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Germany Boosts Nutrition & Resilience Efforts For Malawi’s Vulnerable Communities


The United Nations World Food Programme (WFP) has welcomed two contributions from the government of Germany totalling €2.6 million. Part of the donation, €395,900 (about 240 million MWK), is for nutrition assistance, and the remaining €2,250,000 (about 1.4 billion MWK) will help build resilience over a four-year period in some of Malawi’s most food insecure districts.

Despite a good harvest in most areas, the July report of the Malawi Vulnerability Assessment Committee (MVAC) found that 640,000 people in 19 districts would not meet their food needs during the lean season (December 2014 to March 2015). Moreover, high malnutrition contributes to about 42 percent of children under five being stunted (low height for age), according to the 2014 MDG/Multiple Indicator Cluster Survey. Over the past four years, this survey has shown no improvement in children’s diets which are insufficient both in quality and quantity. As a result, many Malawian children suffer from micronutrient deficiencies.

WFP and its partners are providing a mixed monthly food basket or cash transfers to increase and sustain food security in affected areas during the lean season. Households receiving food assistance that have pregnant or lactating women or children under two years of age will also receive fortified blended food (Super Cereal or Super Cereal Plus, respectively) to treat and prevent malnutrition. To complement the relief assistance, recipients of food assistance will receive key messages and training on raising small livestock or making kitchen gardens as well on improving sanitation, hygiene and feeding practices.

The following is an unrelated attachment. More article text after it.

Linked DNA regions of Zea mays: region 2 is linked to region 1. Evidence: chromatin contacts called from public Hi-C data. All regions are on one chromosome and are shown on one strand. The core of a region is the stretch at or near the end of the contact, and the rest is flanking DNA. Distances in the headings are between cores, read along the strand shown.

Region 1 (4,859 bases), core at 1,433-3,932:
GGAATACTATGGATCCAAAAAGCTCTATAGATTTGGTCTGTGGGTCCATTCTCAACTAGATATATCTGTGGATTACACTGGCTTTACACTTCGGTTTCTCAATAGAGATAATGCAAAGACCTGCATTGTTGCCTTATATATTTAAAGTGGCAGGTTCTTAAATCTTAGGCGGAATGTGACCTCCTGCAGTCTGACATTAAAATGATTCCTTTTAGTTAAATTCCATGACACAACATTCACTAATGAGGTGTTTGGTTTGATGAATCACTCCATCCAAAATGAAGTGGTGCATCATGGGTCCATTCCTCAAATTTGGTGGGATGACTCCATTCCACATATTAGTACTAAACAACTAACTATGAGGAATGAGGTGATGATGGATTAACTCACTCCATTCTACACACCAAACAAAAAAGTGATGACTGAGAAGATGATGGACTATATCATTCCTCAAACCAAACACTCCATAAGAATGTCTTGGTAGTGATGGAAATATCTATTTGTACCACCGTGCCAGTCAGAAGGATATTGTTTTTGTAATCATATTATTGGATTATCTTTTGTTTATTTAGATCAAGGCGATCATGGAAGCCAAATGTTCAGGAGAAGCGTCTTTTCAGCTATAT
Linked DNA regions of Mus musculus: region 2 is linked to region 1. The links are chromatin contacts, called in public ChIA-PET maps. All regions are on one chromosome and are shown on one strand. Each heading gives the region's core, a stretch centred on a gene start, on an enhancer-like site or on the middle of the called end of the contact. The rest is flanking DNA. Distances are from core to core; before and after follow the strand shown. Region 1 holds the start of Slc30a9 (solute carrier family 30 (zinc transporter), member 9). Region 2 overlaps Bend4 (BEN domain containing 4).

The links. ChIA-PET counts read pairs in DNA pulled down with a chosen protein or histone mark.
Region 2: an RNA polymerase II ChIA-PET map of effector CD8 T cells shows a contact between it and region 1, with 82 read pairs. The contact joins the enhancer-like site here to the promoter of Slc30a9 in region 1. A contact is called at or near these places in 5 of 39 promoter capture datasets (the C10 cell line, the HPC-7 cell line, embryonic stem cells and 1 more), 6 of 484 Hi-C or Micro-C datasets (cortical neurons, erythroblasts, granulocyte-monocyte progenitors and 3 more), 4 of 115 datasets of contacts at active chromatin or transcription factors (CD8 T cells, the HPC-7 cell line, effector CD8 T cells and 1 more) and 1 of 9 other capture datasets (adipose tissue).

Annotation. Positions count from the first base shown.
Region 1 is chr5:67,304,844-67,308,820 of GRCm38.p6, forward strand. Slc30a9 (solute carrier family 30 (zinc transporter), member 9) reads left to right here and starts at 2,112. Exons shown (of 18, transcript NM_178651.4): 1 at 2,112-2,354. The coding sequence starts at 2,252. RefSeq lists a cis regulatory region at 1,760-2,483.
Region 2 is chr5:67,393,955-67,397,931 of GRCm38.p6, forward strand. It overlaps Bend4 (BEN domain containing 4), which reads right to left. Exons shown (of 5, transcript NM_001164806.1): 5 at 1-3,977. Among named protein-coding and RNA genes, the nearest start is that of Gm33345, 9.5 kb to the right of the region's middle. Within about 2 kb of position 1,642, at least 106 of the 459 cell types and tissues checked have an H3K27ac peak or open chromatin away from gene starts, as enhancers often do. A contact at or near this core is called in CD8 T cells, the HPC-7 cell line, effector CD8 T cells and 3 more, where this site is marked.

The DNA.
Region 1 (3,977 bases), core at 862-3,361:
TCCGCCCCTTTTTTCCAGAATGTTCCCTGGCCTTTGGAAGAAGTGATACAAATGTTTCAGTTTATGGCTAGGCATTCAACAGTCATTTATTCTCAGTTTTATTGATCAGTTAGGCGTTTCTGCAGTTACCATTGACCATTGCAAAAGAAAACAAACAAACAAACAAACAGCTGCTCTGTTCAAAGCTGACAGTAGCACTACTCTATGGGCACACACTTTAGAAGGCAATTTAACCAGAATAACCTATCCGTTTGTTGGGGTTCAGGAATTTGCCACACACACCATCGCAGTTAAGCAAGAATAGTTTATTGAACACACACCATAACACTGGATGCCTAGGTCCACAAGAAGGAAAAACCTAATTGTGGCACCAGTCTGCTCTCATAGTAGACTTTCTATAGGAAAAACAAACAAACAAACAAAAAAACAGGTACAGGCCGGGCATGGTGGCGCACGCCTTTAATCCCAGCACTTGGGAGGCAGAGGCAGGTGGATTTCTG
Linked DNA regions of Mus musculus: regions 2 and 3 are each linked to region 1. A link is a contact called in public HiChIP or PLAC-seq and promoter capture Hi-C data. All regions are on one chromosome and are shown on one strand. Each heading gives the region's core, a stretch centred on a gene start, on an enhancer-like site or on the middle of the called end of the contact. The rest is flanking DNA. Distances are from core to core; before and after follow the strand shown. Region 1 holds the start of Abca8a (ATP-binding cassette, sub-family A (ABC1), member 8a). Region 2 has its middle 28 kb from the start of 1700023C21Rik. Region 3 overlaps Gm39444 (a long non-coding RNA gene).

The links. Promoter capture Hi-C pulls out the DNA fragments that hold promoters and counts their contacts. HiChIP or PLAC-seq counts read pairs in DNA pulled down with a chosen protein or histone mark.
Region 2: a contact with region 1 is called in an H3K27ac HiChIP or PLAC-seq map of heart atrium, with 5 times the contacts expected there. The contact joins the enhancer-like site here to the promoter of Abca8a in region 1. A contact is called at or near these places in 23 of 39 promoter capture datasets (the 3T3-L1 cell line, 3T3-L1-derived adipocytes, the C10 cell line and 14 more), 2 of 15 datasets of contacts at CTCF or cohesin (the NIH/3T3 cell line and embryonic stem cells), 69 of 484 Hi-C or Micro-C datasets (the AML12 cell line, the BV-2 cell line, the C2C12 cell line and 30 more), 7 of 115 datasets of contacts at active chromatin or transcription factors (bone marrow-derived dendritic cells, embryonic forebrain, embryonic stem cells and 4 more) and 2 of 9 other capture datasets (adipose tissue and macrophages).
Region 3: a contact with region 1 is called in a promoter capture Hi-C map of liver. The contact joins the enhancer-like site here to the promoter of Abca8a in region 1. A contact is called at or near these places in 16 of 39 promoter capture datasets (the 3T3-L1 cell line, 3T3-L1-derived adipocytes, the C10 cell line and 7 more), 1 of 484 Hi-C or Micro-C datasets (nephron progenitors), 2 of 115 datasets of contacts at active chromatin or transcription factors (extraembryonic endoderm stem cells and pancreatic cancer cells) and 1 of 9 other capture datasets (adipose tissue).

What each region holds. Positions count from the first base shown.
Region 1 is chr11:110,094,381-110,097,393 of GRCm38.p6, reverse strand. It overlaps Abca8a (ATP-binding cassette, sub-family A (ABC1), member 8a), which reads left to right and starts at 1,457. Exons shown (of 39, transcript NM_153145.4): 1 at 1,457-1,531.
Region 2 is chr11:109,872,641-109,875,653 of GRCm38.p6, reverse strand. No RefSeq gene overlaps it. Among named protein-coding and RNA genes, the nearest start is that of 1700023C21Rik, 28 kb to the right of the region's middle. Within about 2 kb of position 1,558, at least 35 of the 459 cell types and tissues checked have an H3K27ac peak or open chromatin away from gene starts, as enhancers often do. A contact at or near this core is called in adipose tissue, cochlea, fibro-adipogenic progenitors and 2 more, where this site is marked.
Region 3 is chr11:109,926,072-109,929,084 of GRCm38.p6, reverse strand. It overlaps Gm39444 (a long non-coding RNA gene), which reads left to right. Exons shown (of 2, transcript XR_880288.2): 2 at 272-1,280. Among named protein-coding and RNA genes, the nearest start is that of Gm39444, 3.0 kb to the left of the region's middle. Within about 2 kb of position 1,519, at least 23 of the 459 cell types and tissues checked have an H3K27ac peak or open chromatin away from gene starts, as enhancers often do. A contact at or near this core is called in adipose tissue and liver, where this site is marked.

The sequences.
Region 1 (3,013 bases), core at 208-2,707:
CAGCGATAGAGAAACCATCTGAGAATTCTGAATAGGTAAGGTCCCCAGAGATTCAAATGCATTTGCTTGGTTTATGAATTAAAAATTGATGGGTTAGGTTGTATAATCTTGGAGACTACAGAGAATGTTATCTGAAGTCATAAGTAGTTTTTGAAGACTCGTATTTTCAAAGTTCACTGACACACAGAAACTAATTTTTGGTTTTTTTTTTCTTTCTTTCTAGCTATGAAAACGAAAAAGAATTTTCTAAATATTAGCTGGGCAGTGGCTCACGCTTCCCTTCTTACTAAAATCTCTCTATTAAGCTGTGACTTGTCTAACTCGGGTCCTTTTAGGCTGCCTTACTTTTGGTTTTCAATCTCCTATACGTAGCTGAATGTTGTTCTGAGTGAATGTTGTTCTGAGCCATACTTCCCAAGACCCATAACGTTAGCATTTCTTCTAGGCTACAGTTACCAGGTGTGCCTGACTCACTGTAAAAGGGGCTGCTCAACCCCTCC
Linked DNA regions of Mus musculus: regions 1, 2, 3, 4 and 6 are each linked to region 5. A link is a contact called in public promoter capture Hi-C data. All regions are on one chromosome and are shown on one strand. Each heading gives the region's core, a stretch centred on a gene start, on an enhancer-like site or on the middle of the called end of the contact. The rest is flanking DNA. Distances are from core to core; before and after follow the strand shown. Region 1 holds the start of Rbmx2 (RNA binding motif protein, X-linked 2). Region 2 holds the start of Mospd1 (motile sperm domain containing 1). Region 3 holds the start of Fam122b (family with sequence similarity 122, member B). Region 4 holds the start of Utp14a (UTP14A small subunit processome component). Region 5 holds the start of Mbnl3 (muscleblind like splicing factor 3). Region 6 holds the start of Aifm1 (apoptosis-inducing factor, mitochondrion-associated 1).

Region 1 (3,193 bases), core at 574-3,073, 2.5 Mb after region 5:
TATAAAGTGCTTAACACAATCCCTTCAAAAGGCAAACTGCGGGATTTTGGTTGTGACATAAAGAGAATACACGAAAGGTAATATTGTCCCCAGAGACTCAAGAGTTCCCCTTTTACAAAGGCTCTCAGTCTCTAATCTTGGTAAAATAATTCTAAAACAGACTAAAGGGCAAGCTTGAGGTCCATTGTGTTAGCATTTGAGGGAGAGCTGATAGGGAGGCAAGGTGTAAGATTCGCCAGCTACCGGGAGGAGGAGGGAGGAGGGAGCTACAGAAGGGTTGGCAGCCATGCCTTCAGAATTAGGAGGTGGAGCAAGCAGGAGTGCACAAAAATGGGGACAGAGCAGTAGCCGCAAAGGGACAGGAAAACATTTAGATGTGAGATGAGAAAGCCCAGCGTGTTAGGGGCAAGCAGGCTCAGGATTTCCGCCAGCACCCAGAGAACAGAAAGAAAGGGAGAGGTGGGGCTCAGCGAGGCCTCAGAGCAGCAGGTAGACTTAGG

The German government’s contribution will provide Super Cereal to an estimated 25,000 pregnant or lactating women in 19 districts from December 2014 to March 2015.   

WFP recognises the importance of linking immediate relief assistance to longer-term solutions to enable communities to prepare for, recover from and strengthen their resilience to recurrent shocks.

“The German Government is grateful to partner with WFP in supporting vulnerable people in Malawi during times where we cannot work directly through Government of Malawi systems,” said German Ambassador Dr Peter Woeste. “One of our principal aims worldwide is to increase food security through resilience building.”

The funds from the German government will enable WFP to provide food and cash transfers to some 15,500 food-insecure households this year in Balaka, Zomba and Karonga districts, while at the same time supporting the creation of productive assets at household and community levels. These assets -  including small-scale irrigation schemes, fuel efficient stoves, household and community woodlots and water harvesting structures - are expected to increase and sustain food and nutrition security while reinforcing resilience.

“WFP is grateful for the Federal Republic of Germany’s contribution and support to the people of Malawi. By enabling us to meet the immediate nutrition needs, as well as the longer-term resilience needs of the most vulnerable, Germany is joining our collective efforts to build a more food and nutrition secure and resilient future,” said WFP’s Representative Coco Ushiyama.

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WFP is the world’s largest humanitarian agency fighting hunger worldwide, delivering food assistance in emergencies and working with communities to improve nutrition and build resilience. In 2013, WFP assisted more than 80 million people in 75 countries.


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